12 Replies Latest reply on Jan 7, 2011 2:33 PM by rickladd

    How long does it take to reach self-sustain mode?

      I'm curious. I've personally experienced the following for a few groups here in the JC (Jive Community), as well as for a group within Jive (remember, we have less than 500 employees when you read this)...


      It took about 3 months before I could stop worrying about whether people were participating in a particular group or not. During those 3 months, I made sure to receive email notifications on everything (content creation, comments, etc.), made sure questions/discussions got acknowledged, tracked down key members via IM/SMS/phone/Twitter/direct email to answer questions from others, asked questions I thought others might want answers to in order to show examples of how to use the group, and so on.


      Then, at about the 3-month mark, I noticed my inbox was getting flooded with notifications, and I thought, "YAY! The group is self-sustaining!" and turned off notifications (I now make it a practice to check the group a few times a week to keep my eye on things).


      What has been your experience with this? Is 3 months typical for you, too?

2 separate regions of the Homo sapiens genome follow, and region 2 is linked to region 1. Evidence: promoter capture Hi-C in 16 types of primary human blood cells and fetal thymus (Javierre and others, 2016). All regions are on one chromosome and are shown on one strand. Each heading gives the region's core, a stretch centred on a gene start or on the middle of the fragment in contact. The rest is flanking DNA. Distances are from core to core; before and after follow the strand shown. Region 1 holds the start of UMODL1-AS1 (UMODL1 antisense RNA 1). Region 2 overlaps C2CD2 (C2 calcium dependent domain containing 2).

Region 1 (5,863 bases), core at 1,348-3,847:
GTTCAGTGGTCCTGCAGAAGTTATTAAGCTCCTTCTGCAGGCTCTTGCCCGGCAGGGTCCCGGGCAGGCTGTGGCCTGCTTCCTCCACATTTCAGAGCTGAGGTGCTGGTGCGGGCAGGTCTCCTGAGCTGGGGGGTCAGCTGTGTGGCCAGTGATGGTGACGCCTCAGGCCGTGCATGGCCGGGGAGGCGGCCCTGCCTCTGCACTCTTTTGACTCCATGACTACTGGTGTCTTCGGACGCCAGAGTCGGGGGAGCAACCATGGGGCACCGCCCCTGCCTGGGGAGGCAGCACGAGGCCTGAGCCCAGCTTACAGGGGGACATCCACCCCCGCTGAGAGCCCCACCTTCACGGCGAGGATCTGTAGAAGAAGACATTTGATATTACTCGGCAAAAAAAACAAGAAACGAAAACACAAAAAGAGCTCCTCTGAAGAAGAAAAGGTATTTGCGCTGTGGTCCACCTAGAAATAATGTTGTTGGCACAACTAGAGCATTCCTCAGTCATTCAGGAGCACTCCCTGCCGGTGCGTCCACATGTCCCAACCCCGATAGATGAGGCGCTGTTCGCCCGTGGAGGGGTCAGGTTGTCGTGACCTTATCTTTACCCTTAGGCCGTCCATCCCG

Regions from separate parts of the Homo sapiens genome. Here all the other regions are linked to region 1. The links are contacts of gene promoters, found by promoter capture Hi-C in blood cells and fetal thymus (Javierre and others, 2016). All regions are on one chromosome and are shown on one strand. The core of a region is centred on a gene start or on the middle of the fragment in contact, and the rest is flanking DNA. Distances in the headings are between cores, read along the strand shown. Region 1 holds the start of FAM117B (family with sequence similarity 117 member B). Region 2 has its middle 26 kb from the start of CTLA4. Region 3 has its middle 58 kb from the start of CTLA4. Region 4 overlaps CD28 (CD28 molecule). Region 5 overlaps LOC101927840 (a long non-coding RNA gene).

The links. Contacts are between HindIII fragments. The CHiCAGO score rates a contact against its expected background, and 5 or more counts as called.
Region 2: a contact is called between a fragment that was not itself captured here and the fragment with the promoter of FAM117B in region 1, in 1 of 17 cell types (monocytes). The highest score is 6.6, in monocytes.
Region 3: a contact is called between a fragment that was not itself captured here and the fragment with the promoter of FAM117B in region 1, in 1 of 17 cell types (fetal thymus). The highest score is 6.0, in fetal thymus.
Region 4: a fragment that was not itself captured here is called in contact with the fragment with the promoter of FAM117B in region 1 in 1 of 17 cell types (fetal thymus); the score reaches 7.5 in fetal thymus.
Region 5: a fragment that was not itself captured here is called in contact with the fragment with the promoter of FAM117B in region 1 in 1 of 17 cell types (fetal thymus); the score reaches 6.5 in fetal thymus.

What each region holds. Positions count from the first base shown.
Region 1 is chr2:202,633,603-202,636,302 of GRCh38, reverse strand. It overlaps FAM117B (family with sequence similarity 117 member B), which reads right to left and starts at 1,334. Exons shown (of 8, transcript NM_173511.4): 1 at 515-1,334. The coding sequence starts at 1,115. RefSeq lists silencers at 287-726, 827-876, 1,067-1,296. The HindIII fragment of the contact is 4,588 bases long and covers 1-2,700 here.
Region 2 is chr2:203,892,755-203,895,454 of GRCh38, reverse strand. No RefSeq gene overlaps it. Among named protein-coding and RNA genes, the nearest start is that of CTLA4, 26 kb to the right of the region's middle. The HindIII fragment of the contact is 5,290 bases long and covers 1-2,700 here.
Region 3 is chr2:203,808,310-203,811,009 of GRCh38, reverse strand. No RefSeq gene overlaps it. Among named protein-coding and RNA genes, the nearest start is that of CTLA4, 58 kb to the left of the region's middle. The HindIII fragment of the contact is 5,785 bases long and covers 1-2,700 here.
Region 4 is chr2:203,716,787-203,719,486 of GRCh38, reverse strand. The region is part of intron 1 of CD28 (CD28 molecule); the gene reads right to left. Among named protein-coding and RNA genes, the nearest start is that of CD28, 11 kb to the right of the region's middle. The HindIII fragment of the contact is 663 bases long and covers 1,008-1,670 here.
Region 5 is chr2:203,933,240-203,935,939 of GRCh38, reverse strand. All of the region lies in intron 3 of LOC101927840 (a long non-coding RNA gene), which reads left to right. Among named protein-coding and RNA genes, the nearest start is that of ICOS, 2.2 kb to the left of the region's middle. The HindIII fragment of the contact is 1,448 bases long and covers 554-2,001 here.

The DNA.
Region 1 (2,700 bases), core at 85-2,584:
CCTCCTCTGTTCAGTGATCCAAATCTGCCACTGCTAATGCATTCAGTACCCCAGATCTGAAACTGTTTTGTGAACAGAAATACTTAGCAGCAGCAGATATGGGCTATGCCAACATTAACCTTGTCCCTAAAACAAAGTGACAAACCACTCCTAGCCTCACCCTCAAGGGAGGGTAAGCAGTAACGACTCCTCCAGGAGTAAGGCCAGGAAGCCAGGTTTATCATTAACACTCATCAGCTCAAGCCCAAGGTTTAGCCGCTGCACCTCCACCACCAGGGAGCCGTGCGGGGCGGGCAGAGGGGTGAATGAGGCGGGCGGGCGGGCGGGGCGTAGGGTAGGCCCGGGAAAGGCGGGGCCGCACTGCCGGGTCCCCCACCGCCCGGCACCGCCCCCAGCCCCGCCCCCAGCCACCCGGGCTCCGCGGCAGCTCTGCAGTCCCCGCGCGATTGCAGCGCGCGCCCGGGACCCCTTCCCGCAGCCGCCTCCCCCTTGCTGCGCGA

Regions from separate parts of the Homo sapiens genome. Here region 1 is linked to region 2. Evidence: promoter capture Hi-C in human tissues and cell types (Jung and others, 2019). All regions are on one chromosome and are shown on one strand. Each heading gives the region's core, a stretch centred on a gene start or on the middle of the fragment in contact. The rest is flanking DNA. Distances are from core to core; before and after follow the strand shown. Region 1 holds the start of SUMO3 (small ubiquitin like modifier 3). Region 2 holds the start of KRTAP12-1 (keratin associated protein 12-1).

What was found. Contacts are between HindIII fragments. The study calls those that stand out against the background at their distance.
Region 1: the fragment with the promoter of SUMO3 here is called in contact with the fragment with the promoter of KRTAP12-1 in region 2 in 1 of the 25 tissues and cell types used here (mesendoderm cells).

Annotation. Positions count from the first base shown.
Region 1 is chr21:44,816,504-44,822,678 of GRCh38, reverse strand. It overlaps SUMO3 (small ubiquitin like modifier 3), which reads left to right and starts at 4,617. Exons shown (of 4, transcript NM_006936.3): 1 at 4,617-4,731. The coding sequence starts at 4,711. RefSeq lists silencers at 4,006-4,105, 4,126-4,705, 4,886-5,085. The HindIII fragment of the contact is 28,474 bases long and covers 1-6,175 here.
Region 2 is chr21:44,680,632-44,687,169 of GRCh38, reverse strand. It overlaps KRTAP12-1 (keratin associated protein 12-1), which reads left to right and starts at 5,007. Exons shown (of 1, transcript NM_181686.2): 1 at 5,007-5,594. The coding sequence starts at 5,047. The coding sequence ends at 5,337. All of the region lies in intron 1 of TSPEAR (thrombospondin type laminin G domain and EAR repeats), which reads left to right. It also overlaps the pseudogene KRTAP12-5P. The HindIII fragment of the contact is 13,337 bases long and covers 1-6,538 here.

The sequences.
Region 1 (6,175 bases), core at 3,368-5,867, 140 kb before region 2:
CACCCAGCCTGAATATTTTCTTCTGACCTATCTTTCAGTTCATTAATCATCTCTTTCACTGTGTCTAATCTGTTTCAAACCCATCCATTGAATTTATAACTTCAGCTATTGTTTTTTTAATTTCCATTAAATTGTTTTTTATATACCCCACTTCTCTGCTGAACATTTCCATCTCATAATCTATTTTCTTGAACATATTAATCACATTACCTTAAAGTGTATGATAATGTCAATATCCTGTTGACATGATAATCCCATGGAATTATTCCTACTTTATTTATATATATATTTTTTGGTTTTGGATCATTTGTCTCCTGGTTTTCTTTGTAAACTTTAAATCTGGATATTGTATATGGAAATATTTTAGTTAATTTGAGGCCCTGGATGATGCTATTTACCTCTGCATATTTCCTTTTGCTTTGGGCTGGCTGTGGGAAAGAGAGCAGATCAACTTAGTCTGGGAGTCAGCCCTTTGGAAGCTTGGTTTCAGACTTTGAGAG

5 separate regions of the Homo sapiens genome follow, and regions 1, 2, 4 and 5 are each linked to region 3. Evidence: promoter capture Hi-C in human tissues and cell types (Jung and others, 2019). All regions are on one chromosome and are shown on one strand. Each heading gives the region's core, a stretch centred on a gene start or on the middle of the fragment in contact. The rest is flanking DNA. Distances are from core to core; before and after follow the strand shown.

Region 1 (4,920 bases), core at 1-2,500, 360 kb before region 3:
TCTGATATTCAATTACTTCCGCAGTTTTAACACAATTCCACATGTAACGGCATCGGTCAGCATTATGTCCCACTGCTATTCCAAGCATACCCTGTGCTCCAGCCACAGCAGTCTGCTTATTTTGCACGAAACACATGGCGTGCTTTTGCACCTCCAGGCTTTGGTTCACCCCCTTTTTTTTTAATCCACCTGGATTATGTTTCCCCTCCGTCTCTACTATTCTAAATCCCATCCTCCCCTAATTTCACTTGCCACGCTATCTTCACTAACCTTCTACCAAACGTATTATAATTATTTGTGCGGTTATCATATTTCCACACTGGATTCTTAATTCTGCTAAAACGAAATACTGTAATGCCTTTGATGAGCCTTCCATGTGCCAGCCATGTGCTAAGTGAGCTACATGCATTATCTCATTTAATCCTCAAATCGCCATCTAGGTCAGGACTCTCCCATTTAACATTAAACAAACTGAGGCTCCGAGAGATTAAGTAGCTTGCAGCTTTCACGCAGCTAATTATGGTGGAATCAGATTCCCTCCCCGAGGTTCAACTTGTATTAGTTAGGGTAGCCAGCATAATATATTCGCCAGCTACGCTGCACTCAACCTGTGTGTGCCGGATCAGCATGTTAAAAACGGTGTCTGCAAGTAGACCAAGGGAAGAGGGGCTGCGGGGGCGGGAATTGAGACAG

• Re: How long does it take to reach self-sustain mode?

          Our organisation is hitting the one-year mark on using the Jive tool.  With that said, we did some reorganizing of our spaces, in attempt to move from a document-centric model to a more of a community-based model.


          With that said, we seem to be having more success at the group level, versus a space level.  Those groups with highly engaged individuals (and those with an inherent belief in sharing information ) where quick to be self-engaged.  At the space level, we are seeing some forward movement - but I'm not convinced that we are in a self-sustaining mode as of yet.


          Prior to Jive, apart from face-to-face interaction, our key collaborative tool was email - so I also believe there are some change/cultural considerations still to overcome.

          • Re: How long does it take to reach self-sustain mode?


            I've noticed something very similar with a single community that I've been gardening by hand over the last several months.     First it was the "if you build it, they will come" approach (which worked), then I made sure to re-send invitations to those that didn't join on first invite.  This was key to community growth and sustainabilty as I received quite a few, "Thanks Luke! I lost the first email you sent me" messages.  


            As for activity, to this day every single time I get an email notification from the group I am excited.   I am interested to know how others have accomplished something I have found throughout my web 2.0 experience.  What are the drivers that encourage people to chime in (be active) rather than start/respond to a discussion when they have a question?